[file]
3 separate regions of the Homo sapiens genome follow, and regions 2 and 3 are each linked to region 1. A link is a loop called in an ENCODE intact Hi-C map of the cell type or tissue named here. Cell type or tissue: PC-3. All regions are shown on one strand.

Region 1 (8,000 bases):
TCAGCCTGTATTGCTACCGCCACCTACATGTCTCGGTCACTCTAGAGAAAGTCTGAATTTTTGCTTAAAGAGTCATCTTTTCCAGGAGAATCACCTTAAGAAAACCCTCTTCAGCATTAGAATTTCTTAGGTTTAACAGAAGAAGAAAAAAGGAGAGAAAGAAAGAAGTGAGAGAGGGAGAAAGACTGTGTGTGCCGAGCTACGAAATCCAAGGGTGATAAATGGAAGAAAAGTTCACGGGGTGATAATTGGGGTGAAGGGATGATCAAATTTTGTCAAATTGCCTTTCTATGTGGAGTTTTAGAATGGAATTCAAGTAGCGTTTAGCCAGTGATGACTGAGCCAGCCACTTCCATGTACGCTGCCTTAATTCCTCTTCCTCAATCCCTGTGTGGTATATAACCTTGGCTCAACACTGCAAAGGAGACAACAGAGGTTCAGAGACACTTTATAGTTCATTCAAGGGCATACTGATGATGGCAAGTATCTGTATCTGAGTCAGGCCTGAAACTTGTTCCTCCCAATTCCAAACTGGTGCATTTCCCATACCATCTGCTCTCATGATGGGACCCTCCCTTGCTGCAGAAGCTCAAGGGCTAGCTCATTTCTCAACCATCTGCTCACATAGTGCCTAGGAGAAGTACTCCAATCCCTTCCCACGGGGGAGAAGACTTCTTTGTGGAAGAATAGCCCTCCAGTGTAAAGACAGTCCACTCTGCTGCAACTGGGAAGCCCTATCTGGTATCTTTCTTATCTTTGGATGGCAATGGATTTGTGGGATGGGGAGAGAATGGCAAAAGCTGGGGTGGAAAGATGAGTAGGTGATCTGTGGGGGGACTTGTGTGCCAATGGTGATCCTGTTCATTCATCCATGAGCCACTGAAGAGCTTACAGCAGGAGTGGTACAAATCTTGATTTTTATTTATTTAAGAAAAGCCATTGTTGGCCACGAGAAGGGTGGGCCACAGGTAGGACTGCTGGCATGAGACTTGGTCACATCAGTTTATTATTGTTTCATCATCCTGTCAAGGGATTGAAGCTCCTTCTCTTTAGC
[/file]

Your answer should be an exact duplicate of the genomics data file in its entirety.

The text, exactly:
3 separate regions of the Homo sapiens genome follow, and regions 2 and 3 are each linked to region 1. A link is a loop called in an ENCODE intact Hi-C map of the cell type or tissue named here. Cell type or tissue: PC-3. All regions are shown on one strand.

Region 1 (8,000 bases):
TCAGCCTGTATTGCTACCGCCACCTACATGTCTCGGTCACTCTAGAGAAAGTCTGAATTTTTGCTTAAAGAGTCATCTTTTCCAGGAGAATCACCTTAAGAAAACCCTCTTCAGCATTAGAATTTCTTAGGTTTAACAGAAGAAGAAAAAAGGAGAGAAAGAAAGAAGTGAGAGAGGGAGAAAGACTGTGTGTGCCGAGCTACGAAATCCAAGGGTGATAAATGGAAGAAAAGTTCACGGGGTGATAATTGGGGTGAAGGGATGATCAAATTTTGTCAAATTGCCTTTCTATGTGGAGTTTTAGAATGGAATTCAAGTAGCGTTTAGCCAGTGATGACTGAGCCAGCCACTTCCATGTACGCTGCCTTAATTCCTCTTCCTCAATCCCTGTGTGGTATATAACCTTGGCTCAACACTGCAAAGGAGACAACAGAGGTTCAGAGACACTTTATAGTTCATTCAAGGGCATACTGATGATGGCAAGTATCTGTATCTGAGTCAGGCCTGAAACTTGTTCCTCCCAATTCCAAACTGGTGCATTTCCCATACCATCTGCTCTCATGATGGGACCCTCCCTTGCTGCAGAAGCTCAAGGGCTAGCTCATTTCTCAACCATCTGCTCACATAGTGCCTAGGAGAAGTACTCCAATCCCTTCCCACGGGGGAGAAGACTTCTTTGTGGAAGAATAGCCCTCCAGTGTAAAGACAGTCCACTCTGCTGCAACTGGGAAGCCCTATCTGGTATCTTTCTTATCTTTGGATGGCAATGGATTTGTGGGATGGGGAGAGAATGGCAAAAGCTGGGGTGGAAAGATGAGTAGGTGATCTGTGGGGGGACTTGTGTGCCAATGGTGATCCTGTTCATTCATCCATGAGCCACTGAAGAGCTTACAGCAGGAGTGGTACAAATCTTGATTTTTATTTATTTAAGAAAAGCCATTGTTGGCCACGAGAAGGGTGGGCCACAGGTAGGACTGCTGGCATGAGACTTGGTCACATCAGTTTATTATTGTTTCATCATCCTGTCAAGGGATTGAAGCTCCTTCTCTTTAGC